Mount Evans is a high peak in the Front Range and prominent Fourteener (14er) with a 14,271′ elevation summit. Along with several other peaks of the Front Range, Mount Evans dominates the skyline of a hundred miles of the great plains to the east. In March 2022, Clear Creek county approved a state proposal to rename the mountain from former Territorial Governor John Evans to Mount Blue Sky, a name proposed by Southern Cheyenne and Arapaho tribes.
|Trip Length||Day Trip|
|Activities||Hiking, Car Touring|
|Transport||1.5 Hours by Car from Denver|
|Doggo||On-Leash Requirement, Briefly Off-Leash for Safety|
|Gear||Basic Hiking Kit|
A local friend suggested this outing to me while I was in Denver earlier in the week. The park and scenic byway were on my way out of the state, so I hopped online and snagged an entry ticket to drive the high alpine road to just under the summit. There are a number of points of interest along the 28 mile scenic byway, many of which I would catch on the way back down.
I tried to start the day in Idaho Springs and found a brunch spot with outdoor seating until we could join our scheduled tour of the Argo gold mill and tunnel. I read on the internet that the attraction was dog friendly, but I got what I deserved for trusting people on the internet. The facility would allow carried dogs only, but based on Maggie’s size and the tight passages, they refused us entry but fortunately refunded most of my ticket cost. We were killing time for our afternoon entry above Echo Lake, which I picked late in the day because it may have been possible that a friend would join us for the summit – and cell service cuts off pretty much right after you leave Idaho Springs. But, with no mid-day plans, I sent my MapShare link and drove on up to Echo Lake.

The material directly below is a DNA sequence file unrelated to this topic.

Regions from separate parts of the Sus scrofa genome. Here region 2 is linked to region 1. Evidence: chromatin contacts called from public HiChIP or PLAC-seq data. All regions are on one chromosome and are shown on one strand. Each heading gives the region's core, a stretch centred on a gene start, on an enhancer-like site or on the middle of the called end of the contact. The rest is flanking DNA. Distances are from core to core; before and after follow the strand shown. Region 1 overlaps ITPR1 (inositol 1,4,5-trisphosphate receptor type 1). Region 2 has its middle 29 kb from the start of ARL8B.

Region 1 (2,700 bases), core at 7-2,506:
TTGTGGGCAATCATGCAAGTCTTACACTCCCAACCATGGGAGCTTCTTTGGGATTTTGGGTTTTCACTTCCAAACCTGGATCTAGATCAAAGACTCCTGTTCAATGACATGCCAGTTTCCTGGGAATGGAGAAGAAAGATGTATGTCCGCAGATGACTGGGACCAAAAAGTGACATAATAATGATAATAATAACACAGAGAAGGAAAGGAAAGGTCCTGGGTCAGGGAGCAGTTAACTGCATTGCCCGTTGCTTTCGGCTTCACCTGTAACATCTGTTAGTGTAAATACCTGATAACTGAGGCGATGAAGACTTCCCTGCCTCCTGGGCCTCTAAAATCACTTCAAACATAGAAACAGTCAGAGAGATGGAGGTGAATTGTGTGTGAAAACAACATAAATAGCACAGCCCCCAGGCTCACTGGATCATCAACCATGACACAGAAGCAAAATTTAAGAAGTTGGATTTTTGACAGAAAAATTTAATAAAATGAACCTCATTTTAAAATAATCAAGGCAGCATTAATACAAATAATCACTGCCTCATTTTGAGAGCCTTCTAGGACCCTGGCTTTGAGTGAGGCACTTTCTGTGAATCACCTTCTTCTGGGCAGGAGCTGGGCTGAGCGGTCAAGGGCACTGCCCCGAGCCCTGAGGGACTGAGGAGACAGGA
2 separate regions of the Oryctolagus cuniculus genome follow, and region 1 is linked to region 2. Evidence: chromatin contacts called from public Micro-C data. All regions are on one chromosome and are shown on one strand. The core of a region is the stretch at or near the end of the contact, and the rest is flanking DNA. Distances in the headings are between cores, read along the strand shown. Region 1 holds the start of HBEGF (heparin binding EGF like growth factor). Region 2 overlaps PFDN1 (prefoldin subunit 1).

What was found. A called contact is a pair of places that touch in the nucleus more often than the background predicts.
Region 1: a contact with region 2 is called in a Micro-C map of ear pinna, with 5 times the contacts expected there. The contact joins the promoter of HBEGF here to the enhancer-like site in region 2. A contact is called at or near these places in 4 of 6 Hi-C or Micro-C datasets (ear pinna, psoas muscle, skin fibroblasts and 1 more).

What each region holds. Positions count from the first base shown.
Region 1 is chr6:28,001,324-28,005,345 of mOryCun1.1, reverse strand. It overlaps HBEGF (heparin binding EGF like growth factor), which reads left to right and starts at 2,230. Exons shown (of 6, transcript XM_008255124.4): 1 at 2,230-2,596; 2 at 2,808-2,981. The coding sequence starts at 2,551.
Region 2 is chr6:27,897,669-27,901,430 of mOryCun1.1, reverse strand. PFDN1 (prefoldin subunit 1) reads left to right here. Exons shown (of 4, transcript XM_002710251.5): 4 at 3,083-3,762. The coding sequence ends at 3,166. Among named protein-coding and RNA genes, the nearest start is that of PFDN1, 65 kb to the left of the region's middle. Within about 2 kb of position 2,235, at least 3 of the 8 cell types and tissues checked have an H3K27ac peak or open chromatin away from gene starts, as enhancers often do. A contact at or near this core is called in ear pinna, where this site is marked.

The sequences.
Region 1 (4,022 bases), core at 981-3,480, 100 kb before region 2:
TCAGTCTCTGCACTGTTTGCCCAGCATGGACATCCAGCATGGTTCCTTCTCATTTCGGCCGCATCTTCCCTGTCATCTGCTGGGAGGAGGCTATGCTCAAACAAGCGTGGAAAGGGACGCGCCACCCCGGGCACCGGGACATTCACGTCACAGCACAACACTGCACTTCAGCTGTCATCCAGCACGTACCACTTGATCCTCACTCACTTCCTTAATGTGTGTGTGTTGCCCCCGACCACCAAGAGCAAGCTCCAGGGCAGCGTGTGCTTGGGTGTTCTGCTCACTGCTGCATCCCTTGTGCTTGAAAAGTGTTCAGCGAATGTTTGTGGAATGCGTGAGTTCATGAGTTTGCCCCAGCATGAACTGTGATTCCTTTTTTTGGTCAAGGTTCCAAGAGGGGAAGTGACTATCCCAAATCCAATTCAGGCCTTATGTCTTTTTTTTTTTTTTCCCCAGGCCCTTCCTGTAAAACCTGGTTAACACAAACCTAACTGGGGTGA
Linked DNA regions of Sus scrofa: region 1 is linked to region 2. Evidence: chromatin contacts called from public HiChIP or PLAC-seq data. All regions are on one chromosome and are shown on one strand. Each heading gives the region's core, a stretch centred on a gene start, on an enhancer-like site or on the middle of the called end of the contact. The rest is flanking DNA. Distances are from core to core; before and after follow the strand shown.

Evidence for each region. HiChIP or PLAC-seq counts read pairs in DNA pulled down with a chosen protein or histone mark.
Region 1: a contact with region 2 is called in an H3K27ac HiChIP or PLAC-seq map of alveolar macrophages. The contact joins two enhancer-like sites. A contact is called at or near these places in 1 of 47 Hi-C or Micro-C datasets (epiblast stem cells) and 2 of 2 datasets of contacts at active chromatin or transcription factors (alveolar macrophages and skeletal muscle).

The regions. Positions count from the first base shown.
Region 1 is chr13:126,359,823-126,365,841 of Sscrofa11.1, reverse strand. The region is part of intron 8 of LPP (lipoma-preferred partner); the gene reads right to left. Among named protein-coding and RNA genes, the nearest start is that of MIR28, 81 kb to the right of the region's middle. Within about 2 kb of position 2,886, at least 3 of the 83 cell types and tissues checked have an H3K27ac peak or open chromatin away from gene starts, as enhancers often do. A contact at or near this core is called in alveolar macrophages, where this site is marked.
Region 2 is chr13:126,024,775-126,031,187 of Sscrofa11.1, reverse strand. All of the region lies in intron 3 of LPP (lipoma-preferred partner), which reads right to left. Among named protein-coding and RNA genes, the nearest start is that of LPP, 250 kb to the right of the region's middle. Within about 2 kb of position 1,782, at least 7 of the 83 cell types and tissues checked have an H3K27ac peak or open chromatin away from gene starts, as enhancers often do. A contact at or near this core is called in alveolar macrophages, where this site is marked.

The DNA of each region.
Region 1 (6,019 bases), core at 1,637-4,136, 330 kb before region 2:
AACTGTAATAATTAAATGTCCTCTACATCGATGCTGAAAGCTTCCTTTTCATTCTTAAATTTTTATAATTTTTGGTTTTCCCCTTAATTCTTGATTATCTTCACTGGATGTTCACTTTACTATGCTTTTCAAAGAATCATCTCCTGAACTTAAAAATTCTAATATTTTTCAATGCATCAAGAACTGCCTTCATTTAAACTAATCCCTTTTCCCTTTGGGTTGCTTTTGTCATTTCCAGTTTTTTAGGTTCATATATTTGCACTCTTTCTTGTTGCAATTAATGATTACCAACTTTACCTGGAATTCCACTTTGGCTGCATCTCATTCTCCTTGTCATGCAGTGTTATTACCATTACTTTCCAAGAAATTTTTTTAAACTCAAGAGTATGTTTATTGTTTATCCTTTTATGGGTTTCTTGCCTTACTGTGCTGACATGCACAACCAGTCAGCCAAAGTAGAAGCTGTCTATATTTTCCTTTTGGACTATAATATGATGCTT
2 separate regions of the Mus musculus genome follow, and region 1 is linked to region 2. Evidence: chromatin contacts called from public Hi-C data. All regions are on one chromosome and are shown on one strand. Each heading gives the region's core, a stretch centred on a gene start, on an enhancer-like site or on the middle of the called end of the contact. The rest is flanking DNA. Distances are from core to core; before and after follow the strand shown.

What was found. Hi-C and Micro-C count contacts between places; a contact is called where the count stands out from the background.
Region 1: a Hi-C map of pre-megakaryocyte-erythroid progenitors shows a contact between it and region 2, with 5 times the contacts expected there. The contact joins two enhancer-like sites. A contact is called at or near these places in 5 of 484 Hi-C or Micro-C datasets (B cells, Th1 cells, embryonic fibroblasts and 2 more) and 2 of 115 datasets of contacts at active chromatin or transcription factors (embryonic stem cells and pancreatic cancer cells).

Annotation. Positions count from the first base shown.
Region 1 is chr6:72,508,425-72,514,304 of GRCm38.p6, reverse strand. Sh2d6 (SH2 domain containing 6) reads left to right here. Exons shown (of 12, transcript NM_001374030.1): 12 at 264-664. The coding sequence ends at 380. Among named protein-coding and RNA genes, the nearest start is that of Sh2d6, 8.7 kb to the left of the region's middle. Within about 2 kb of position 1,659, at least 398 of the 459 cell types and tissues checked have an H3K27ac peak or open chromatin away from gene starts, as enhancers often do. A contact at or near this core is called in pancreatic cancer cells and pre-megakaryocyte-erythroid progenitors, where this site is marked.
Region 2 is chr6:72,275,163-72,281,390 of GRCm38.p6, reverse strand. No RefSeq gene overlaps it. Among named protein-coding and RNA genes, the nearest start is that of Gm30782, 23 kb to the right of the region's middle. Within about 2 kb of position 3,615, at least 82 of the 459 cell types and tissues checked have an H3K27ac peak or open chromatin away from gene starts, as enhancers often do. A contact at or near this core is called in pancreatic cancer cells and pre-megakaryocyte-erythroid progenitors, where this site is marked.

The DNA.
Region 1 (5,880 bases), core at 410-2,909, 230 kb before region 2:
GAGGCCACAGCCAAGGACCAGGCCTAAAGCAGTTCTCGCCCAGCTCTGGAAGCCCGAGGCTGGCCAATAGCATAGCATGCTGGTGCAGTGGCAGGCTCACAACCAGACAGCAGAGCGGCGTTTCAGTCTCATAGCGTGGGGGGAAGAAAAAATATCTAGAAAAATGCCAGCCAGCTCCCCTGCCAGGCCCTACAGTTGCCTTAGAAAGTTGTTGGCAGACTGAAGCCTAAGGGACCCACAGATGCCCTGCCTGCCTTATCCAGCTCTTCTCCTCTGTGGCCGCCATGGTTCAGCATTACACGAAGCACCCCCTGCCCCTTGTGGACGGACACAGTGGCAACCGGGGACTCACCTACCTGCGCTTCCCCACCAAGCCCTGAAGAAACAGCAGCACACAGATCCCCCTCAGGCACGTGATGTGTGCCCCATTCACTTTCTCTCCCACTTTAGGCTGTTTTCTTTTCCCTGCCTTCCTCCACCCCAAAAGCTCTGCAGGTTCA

We killed the early afternoon with an easy and gentle recovery hike along a wide, manicured trail around Echo Lake. Fantastic weather with a slight breeze put a smile on the Mud Doggo’s face. Plenty of casual recreation was happening at the facilities around the lake and there were plenty of trails to the local mountain peaks anchored by the pet friendly Echo Lake Lodge. This is a great stop if you’re looking to visit Mt. Evans and it’s right before the welcome station where you need to show your time blocked reservation to continue onward. Best of all, without cell service, you aren’t constantly assaulted by ring tones and notifications, rather, you just hear other people talking to each other without their faces buried in their smartphones.
Having received no update on my satellite communicator, we decided to push on while the weather was still cooperating. The drive up through the tree line is quite beautiful. The road itself is fairly narrow and is damaged in one section close to Summit Lake – so slow down when you get to that section. Most of the time the road is right next to a substantial cliff, so take a deep breath and prepare yourself before you drive up to the summit. I didn’t take a lot of pictures for this reason, but there were plenty of cars pulled off for various climbing spots and other activities on the mountains. You’re so impossibly high up on this road that you can see a hundred miles into the great plains. My phone connected with some impossibly far away cell towers here and there for long enough to buzz having received a couple text messages. I also considered myself very lucky to have encountered the mountain goats that Mt. Evans was so well known for – blocking the road as they moved from scavenging site to scavenging site.